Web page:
Learn to use Google Scholar to find documents, books, theses, manuals and other academic texts of educational or research interest
Google Scholar is a search engine that specializes in finding articles, theses, summaries, books, manuals, scientific studies, editorials, professional societies or useful news for students, teachers and researchers. You can find from complete documents, to different versions, fragments, quotations and to know the impact of your own academic publications in the web through statistics. Learn how to use this powerful search tool to boost your university work, add value to the teaching work or deepen the research you are developing.
Types of Google Scholar Search
As in Google’s current search engine, you type in the box what you want to search. If you go to the advanced search by clicking the arrow that appears to the right of the box, you can filter the search.
Preferably write the topic subject next to the author’s last name , but if you search by full name or initials, you will have to use quotation marks.
The exact date of publication added to the author’s name may be the most effective search if you want to find a particular document. Please note that when Google Scholar has no data on the date of publication, it will limit the results to the data that it does.
You can request results in more than two specific languages or allow Google to offer all your options regardless of the language in which the files are loaded.
You will be able to access updates and the most recent publications of the virtual libraries to which you are subscribed, for example universities. You can detail up to 5 institutions at a time and enter this option through “Configuration / Library Links”.
You’ll add symbols to keywords to search for certain features.
- Quotation marks: for exact phrase results.
- Script: in front of a term to exclude results that do not match.
- Site: word used for exact searches on several websites at once.
- Numbers: separate them with two points with no space for results included in a ratio (measures, prices, dates).
Tools on the Google Scholar results page
The left margin tools allow you to crop the search by sorting by dates, languages , and other options such as whether or not to include appointments . In addition, to the left of the title of the results found, the type of text appears indicating whether it is citations, book, PDF, DOC or HTML. In the right margin of the search page it is indicated if the document is complete and the page from which it was obtained.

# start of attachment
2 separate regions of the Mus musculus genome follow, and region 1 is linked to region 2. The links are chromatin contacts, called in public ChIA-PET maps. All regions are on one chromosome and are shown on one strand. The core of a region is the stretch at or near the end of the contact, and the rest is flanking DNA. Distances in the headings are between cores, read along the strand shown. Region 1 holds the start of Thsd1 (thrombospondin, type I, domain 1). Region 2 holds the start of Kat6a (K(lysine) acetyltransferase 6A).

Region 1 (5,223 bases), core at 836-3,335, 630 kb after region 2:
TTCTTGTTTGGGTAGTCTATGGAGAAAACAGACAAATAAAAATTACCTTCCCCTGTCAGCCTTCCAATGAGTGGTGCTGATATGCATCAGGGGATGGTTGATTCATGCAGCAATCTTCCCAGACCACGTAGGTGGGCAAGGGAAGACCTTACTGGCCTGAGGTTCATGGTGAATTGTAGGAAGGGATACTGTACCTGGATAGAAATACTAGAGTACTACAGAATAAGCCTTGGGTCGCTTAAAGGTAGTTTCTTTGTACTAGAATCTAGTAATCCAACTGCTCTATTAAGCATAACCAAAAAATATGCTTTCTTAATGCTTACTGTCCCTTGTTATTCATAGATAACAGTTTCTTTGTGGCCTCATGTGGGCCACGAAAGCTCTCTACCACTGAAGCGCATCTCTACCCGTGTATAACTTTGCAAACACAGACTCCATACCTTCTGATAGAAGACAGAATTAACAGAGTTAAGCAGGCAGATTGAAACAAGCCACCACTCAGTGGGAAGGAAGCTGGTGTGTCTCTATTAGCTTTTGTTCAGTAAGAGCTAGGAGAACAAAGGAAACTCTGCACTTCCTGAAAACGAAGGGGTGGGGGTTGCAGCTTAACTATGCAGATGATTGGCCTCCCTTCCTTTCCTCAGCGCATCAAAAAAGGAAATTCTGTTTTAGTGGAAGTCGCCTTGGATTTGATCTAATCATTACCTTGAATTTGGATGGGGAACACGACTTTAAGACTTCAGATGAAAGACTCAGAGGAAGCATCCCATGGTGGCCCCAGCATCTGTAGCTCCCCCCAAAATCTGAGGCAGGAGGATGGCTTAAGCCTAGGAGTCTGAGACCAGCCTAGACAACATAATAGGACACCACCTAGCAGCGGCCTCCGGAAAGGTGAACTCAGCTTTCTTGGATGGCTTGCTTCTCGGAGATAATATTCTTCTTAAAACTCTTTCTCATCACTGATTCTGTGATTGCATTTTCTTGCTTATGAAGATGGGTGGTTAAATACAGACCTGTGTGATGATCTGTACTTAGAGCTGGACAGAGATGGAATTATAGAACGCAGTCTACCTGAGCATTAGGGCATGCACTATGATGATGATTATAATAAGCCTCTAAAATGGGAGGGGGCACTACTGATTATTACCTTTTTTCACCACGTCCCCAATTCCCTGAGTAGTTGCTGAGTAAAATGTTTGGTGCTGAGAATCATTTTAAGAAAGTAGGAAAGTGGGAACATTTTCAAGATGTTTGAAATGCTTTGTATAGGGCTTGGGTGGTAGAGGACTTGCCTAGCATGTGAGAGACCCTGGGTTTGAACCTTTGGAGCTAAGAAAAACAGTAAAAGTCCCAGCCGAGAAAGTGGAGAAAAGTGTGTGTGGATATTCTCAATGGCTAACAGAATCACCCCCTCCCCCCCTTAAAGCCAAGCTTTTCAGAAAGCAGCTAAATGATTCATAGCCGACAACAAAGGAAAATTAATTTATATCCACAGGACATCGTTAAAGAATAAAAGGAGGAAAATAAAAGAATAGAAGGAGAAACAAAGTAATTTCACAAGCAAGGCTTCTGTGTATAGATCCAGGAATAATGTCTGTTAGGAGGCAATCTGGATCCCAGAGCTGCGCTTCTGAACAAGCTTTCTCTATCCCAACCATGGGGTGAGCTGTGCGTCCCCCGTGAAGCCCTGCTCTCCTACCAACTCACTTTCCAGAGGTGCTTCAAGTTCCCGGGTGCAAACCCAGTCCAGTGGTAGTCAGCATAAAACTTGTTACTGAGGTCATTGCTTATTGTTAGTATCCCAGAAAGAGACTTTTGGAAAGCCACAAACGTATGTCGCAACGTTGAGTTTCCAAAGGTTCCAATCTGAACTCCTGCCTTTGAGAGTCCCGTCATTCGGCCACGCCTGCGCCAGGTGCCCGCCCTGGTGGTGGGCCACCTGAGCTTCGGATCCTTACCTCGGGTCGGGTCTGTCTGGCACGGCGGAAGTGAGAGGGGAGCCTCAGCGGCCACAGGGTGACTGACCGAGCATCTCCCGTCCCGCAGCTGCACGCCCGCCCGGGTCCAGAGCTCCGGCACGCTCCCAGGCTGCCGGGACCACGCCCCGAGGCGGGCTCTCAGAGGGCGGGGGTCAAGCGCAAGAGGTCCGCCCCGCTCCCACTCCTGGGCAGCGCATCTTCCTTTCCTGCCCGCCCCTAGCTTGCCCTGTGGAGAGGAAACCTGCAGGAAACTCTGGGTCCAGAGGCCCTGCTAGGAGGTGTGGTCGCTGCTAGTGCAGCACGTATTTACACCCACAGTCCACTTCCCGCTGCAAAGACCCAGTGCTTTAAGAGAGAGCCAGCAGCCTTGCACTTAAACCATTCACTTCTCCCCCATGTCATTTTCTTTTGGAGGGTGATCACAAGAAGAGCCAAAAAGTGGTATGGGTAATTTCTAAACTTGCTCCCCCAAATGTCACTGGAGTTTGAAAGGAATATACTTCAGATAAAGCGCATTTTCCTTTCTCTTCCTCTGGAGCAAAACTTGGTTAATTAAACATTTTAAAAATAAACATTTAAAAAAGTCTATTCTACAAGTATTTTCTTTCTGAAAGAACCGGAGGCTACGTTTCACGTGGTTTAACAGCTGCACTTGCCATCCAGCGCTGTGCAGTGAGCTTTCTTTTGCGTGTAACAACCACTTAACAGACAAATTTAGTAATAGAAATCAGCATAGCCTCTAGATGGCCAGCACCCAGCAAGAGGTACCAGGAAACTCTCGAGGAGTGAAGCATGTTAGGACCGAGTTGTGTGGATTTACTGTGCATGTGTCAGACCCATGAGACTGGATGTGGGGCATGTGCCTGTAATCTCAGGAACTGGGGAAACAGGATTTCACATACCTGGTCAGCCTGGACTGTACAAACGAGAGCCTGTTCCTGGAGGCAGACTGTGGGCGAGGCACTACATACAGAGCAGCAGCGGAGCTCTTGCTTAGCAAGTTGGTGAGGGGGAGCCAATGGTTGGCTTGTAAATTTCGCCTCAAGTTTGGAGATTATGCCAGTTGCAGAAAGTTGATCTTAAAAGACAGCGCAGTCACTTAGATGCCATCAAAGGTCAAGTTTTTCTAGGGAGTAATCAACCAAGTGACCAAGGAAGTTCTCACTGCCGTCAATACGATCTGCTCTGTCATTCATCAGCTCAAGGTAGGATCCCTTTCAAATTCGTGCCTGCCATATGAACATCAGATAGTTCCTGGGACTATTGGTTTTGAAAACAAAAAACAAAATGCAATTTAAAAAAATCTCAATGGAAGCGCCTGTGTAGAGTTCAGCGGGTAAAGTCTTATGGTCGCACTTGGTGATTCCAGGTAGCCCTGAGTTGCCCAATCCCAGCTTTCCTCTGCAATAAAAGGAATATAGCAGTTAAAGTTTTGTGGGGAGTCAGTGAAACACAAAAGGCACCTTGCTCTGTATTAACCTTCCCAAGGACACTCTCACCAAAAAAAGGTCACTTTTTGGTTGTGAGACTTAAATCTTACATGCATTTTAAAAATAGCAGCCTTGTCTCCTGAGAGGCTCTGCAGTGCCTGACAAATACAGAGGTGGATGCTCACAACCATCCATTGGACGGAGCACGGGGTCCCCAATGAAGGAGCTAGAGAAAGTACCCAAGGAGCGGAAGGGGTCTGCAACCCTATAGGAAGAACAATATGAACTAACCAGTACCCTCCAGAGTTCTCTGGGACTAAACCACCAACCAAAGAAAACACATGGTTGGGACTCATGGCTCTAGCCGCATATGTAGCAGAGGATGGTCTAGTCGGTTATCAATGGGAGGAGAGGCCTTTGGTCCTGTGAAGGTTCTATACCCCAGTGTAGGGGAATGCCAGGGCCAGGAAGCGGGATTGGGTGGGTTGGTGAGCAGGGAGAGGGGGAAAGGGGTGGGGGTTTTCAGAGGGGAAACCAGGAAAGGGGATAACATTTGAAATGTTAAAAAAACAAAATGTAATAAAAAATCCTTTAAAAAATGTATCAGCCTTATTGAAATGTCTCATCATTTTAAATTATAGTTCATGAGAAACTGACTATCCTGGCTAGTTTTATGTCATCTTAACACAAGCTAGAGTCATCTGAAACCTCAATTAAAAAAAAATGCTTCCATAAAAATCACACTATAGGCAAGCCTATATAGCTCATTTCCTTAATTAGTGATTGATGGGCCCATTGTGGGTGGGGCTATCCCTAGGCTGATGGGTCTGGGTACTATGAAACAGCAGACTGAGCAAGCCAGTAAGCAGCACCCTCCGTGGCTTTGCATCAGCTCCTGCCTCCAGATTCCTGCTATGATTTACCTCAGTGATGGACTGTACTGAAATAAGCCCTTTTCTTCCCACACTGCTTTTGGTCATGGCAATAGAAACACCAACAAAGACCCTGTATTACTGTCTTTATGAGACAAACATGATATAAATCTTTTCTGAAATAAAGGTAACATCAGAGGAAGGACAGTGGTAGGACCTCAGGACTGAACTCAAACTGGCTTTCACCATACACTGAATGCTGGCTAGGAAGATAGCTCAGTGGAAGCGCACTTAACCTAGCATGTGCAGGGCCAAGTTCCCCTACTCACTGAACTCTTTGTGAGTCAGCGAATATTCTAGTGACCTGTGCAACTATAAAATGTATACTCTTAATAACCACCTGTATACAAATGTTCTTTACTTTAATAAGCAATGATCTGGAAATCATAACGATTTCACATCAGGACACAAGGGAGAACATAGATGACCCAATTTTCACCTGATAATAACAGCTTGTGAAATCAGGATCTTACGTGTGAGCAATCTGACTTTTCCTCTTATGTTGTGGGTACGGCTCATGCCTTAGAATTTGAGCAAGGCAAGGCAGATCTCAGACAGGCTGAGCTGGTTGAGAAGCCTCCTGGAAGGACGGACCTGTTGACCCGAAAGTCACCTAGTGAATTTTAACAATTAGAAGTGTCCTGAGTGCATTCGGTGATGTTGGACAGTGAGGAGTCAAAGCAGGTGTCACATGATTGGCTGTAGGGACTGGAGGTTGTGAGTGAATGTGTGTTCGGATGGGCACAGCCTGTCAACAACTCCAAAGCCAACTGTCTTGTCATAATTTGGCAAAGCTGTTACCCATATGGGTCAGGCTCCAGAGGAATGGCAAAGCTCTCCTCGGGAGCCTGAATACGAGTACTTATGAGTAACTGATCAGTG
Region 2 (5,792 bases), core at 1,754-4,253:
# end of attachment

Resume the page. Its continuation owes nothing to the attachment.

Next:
Below each search, you will find the number of times the document was cited , an option of articles related to the topic found, versions of the same article and the “Quote” tool to copy an appointment with the chosen format or import it to one of Available bibliographic managers.
Google Scholar tabs
- My library
Save the search results so you can see them later.
- My Appointments
If you enter with a Google account, you can know the number of appointments in works of your authorship.
Provide an email address to which you can send alerts on topics of interest made from the tab or from the search results in the “Create alerts” option.
Just like the tab “My citations ” serves to follow up on texts of your authorship that were published on the web. In this particular case, you will see a summary of the most recent citations and statistics based on this to understand the influence and visibility of your work.
It allows to select the languages in which you are interested , as well as to import files to one of the following bibliographical managers : BibTex, EndNote, RefMan or RefWorks.
Access documents with a password through Google Scholar
Some of the documents that the search engine finds , request a password to be able to see the material because they have licenses , for example the Massachusetts Institute of Technology (MIT).
Once you have entered the search data, go to library links in the settings tab and type “MIT”. Then click the search icon on the right side of the box. There you will see the option Massachusetts Institute of Technology and save the changes you can do your search normally.
This time will include the documents with license . You will identify these documents because to the right of the titles found , the acronym MIT will appear in those who have this type of license, or of the license that you have looked for if they belong to another institution.
Relevant Google Scholar data
Finding the searched text does not mean that your access is free , sometimes the documents are linked to editorials. MIT libraries, for example, subscribe to several of these paid resources so your community can view them, so if you remove passwords from the documents with the steps provided here, you’ll have a better chance of getting free resources.
The author of this post works at the leading UK dissertation writing service. Jessica has a degree in Social Work and has been providing dissertation help to students from all across the globe. Jessica loves to read fictional novels and is a great Sherlock Holmes fan. She loves her job as an expert dissertation writer and is glad to be a part of the dissertation writing service program.